One difference in simultaneous chamfering and deburring becomes apparent when you run some cases whose neck walls are thicker on one side than the other. The outside stays pretty concentric and the deburring job is good, but you get an uneven chamfer inside. On the one hand, that's not helpful for straight seating in those particular cases. On the other hand, it gives quick visual identification of the cases you don't want to use for your most accurate match loads, anyway.

The Gracey and Giraud have long setup times when you switch calibers and you may mis-trim two or three cases setting them up. That's why I got separate cutter heads for the .224 and .308 caliber cases for my Giraud. One cutter setup and done.

For chamberings I shoot less frequently, the Wilson gets the work if I'm at home. The Lee trimmer I have lives in my range box for use during load workup at the range.

There is a simultaneous chamfering and deburring cutter (3-way cutter) available for the RCBS lathe trimmers. They also make a power version of their trimmer. I've not tried one, but since it costs almost what a Gracey does and still has a collet-type case holder, for the money difference I would go to the Gracey. I note RCBS claims to have improved the shell holder and I have not tried that improved version personally.

The Wilson is probably the least expensive and most consistent of the lathe trimmers since it not only keeps the case perpendicular to the cutter, but its case stop that sets the trim length is smaller than the rim diameter on larger cases, so it dodges inside bent rims on those cases. It has a slow, but very good primer pocket profile cutter optional tool available. It has reamers available for inside reaming wildcats conversions and for removing donuts. However, I recommend you get the Sinclair stand for this trimmer to get a case holder hold-down. That eliminates errors you can make as your hand gets tired from keeping the case holder in place. However, adding the cost of the Sinclair platform makes the trimmer no longer any more economical than some others.

An alternative is the CH4D trimmer, which works on the same principle as the Wilson, but had the hold-down built in for about $5 extra.

I'm not sure what my case trim rate is in the Wilson. You get to where you knock the cases out of the holder and set new ones in pretty quickly. Perhaps it's on the order of three or four cases a minute when the flow gets smooth. Then I chamfer and debur, so I suppose I might spend an hour per hundred cases between the two sets of operations. The Giraud can do about 20 per minute by way of comparison.

Another method method is the Lee tool with Lee Zip Trim with their universal shell chuck accessory added to it. This video shows a fellow getting about 4/minute with the chamfering and deburring included. He uses the Lee chamfer and deburring tool, where I would use a Wilson or RCBS or Lyman type for the sharper edges, but this works. It looks like it could get you 200 per hour pretty easily, but you'll have some arm work in it. Figure about $40 with zip trim, accessory chuck, Lee cutter and a Lee case gauge for the two calibers you are using. About what the basic Wilson unit costs, but it would be quicker.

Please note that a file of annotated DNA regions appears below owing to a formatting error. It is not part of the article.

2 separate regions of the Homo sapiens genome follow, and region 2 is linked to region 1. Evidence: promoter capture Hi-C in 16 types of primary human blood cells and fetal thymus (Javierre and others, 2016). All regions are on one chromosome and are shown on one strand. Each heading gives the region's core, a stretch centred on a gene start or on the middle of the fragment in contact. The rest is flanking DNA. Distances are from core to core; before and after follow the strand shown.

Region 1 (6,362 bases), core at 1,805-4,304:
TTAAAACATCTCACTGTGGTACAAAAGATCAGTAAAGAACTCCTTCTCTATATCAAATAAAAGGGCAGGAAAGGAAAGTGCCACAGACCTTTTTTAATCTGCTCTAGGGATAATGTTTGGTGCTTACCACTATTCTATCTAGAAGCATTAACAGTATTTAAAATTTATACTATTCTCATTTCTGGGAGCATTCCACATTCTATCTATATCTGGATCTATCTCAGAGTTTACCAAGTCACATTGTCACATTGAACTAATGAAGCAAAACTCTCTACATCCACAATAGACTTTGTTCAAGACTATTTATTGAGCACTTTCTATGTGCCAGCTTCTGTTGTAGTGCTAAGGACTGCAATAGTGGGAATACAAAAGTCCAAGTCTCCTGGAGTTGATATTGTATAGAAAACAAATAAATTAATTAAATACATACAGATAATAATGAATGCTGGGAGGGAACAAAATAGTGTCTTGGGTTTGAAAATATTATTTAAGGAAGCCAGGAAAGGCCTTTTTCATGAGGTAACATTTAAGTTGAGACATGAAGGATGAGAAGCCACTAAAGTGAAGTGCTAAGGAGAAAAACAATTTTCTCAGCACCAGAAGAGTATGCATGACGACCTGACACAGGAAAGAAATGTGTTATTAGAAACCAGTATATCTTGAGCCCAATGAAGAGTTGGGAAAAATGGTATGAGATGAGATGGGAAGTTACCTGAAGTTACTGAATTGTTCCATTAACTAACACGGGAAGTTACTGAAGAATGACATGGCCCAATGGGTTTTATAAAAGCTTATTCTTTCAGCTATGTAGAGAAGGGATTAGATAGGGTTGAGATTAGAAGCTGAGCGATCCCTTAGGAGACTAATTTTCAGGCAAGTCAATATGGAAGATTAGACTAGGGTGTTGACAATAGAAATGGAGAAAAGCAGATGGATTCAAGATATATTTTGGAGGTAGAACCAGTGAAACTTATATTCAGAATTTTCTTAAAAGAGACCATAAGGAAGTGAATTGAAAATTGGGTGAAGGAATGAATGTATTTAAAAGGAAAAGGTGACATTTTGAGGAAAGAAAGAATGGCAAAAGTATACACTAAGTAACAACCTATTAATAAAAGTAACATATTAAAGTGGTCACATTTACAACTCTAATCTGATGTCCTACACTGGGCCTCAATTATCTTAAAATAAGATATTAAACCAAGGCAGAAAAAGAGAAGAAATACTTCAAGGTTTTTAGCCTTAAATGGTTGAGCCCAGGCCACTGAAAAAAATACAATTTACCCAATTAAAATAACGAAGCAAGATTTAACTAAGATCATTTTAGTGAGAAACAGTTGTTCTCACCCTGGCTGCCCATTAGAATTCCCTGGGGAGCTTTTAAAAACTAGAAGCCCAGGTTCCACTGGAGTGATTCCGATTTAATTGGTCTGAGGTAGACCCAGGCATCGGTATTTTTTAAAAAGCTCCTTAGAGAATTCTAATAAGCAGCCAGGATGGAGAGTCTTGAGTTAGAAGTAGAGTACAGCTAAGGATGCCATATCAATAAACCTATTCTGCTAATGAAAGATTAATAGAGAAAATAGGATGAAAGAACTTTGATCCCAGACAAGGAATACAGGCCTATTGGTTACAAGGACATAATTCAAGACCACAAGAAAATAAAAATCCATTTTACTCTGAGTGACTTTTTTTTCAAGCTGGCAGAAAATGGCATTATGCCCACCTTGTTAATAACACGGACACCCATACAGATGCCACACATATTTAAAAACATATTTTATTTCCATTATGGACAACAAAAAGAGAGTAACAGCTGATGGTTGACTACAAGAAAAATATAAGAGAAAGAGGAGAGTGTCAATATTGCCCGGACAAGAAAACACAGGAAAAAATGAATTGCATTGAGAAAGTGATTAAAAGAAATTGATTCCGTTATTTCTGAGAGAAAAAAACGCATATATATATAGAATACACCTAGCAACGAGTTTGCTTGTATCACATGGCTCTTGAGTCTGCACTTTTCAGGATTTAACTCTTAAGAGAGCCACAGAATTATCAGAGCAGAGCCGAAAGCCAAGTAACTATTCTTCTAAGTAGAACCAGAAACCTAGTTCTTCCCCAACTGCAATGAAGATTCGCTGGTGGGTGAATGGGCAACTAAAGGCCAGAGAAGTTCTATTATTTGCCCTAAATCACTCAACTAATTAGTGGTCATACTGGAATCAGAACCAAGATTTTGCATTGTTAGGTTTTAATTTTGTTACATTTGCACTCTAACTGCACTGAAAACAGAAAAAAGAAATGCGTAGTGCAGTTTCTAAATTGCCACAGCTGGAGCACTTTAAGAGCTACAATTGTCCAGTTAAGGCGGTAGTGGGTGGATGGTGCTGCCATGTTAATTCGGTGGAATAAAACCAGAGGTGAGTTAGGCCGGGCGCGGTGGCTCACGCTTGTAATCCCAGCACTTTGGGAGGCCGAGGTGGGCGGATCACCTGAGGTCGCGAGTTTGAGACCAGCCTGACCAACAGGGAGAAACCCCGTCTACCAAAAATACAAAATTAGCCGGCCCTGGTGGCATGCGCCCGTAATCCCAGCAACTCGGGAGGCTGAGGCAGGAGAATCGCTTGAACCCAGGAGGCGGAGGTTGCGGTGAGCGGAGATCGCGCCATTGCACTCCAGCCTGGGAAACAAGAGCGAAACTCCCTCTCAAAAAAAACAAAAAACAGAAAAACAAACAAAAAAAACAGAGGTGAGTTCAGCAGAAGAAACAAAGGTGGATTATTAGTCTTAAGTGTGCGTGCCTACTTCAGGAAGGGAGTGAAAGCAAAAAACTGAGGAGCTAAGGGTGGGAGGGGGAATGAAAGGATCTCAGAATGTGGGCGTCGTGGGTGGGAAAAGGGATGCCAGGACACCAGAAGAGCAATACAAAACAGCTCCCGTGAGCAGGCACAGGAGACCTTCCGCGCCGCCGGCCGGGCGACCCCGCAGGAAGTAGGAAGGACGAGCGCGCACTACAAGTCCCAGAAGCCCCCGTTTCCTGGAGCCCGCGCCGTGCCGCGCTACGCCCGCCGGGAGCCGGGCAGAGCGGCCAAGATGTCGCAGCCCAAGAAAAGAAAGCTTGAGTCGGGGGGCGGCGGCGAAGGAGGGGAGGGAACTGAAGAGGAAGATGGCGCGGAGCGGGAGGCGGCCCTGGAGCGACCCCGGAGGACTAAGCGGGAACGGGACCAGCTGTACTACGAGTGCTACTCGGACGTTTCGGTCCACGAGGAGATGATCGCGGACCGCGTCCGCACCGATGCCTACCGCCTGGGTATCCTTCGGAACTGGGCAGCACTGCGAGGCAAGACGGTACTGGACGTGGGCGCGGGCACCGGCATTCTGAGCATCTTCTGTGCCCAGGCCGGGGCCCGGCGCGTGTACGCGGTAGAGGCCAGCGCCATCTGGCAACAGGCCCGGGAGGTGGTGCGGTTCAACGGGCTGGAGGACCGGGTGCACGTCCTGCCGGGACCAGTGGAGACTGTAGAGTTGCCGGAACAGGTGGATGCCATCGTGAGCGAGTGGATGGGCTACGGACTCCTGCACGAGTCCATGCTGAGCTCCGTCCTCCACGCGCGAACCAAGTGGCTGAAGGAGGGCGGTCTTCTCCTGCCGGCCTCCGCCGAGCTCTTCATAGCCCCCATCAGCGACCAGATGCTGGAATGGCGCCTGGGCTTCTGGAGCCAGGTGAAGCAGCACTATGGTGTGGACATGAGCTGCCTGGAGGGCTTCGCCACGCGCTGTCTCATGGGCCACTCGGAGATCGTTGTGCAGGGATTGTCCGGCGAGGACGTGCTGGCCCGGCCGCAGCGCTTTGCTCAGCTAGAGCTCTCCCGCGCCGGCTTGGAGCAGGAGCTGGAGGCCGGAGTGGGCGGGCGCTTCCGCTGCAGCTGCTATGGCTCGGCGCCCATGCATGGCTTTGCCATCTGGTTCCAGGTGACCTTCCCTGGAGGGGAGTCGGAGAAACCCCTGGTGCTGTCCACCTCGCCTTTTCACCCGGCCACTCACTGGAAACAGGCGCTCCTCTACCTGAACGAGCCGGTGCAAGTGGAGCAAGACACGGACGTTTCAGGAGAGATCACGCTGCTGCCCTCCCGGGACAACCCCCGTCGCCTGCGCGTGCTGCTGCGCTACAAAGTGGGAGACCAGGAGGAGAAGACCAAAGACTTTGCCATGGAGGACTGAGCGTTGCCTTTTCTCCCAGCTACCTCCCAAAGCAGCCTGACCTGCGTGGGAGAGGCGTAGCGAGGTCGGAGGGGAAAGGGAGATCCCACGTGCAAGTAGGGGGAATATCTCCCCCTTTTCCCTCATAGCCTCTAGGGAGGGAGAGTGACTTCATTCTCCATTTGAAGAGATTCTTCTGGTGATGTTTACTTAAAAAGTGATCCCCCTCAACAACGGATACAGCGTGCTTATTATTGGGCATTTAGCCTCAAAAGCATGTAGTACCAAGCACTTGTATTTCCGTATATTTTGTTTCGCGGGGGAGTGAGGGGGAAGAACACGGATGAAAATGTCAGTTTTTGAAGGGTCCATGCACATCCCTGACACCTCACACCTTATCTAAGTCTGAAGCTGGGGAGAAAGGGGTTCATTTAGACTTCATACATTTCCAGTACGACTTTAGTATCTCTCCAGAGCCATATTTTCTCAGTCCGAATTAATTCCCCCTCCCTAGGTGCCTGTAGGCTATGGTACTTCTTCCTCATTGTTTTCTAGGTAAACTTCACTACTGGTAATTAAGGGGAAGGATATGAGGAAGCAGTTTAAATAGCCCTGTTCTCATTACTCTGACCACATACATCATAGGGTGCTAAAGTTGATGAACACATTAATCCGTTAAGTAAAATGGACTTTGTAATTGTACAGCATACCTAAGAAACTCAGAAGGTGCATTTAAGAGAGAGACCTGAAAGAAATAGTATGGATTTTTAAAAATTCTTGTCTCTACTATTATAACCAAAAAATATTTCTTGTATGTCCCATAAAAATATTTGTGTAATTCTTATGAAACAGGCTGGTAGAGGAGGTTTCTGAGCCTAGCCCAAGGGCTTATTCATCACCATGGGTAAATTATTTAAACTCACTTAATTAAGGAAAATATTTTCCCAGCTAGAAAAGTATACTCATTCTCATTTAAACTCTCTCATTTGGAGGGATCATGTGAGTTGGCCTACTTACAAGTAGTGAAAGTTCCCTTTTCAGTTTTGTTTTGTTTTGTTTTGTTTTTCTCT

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Old May 31, 2012, 09:05 AM   #15
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I actually have the lee zip trim and am very happy with it. I already had my lee case lenght gauges so thought i would try this...very fast..very easy..and only out $20 if u dont like tube and u can see even a couple of guys that have put motors on them. Get the qick chuck and i think u will like it even more. Just my two cents.
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Old May 31, 2012, 07:59 PM   #16
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UncleNick's review should be a sticky for case trimming. Excellent.

For my cases that I use the Lee trimmers on I ground them down to the length I like to use. For instance, the .223 Rem case length gauge was about 1.755", so I used emery cloth to grind it down to my preferred 1.750" length.
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Old June 1, 2012, 01:05 AM   #17
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Great post Unclenick. Great info

Ill add the Forster trimmer to the mix. I havent had it very long but its working great for me. Dont know what else to say about it